Manila (AsiaNews) - The Philippines Bishops' Conference (CBCP) yesterday launched a "Oratio Imperata" to try to reduce tensions in the South China Sea, at the heart of a bitter long territorial dispute between Manila, Hanoi and Beijing.
Presenting the initiative Msgr. Socrates Villegas, Archbishop of Lingayen-Dagupan and confirmed the CBCP president, said that "if there is an escalation of tension and we are faced with a problem of peace, how can the Church not be involved?". The prelate added that peace "is a primary mission" for Catholics, which is why action must be taken.
The leadership of the Church in the Philippines does not enter into the merits of the international arbitration organized by the Manila government to resolve the dispute. However, the newly-reconfirmed president of the bishops recalled that it is the duty of the faithful to pray to ease the increasingly tense relations between the Philippines and China.
The prayer - released at the end of the annual meeting of the bishops - will be recited in all dioceses and parishes of the archipelago, said Msgr. Villegas, so that "the tension may ease, and justice, and equality, and prosperity and brotherhood may be served,"."
"We don't have the means to negotiate with super powers," Archbishop Villegas added. "We cannot represent the Philippines in the international court, but we can certainly represent the Philippines before God and ask God, who is the source of peace, to take care of the Philippines". The prayer, calls for peace "peace over that part of our islands and waters. We pray that questions over it may be resolved through justice and respect for people's rights. We pray that no harm will be done to our marine creatures and habitat".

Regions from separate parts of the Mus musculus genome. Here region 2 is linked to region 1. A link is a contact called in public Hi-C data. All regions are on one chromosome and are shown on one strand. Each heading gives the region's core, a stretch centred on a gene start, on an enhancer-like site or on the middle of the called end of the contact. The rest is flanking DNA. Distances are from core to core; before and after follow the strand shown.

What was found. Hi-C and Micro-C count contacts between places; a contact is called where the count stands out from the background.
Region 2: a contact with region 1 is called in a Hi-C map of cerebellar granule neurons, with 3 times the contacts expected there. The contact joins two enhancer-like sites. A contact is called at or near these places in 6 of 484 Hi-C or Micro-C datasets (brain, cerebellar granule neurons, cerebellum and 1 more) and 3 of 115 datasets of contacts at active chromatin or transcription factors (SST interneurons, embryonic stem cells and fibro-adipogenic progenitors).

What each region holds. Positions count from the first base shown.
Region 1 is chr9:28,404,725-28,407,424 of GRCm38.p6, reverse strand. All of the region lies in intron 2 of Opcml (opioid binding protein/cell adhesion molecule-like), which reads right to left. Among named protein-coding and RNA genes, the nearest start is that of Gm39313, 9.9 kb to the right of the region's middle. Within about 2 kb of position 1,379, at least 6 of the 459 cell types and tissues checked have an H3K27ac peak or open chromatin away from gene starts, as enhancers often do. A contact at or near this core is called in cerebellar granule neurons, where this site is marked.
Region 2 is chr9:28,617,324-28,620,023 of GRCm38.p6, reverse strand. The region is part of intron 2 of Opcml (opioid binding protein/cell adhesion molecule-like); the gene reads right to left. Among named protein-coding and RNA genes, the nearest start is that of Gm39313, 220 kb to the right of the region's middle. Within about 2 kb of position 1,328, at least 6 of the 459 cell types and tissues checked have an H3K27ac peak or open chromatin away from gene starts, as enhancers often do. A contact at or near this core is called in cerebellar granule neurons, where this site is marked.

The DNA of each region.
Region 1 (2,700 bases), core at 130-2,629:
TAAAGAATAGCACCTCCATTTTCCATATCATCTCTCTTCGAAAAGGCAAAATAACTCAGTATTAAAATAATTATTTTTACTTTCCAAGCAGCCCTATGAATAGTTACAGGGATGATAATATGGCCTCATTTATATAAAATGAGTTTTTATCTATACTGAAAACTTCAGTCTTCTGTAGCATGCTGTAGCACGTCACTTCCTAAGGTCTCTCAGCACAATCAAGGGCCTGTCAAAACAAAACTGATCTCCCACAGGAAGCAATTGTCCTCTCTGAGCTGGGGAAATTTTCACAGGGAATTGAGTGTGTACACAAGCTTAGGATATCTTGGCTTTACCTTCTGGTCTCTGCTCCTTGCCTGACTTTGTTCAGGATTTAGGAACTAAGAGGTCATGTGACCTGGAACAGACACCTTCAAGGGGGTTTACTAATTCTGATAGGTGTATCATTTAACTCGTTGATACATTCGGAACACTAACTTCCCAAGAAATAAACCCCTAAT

The Philippines – which is seeking a non-binding international ruling at the UN court – together with Vietnam, is increasingly worried about Beijing's imperialism in the South China and East China seas. The Chinese government claims most of the sea (almost 85 per cent), including sovereignty over the disputed Spratly and Paracel islands, in opposition to Vietnam, Taiwan, the Philippines, Brunei and Malaysia. In recent months, China has used various political, economic and diplomatic means to hamper non-Chinese vessels from fishing or moving through the disputed waters.
For the United States, which backs the claims of Southeast Asia nations, Beijing's so-called 'cow tongue' line – which covers 80% of the 3.5 km2 - is both "illegal" and "irrational". Anyone with a hegemonic sway over the region would have a strategic advantage, in terms of seabed (oil and gas) development, but also in trade since two thirds of the world's maritime trade transit through it.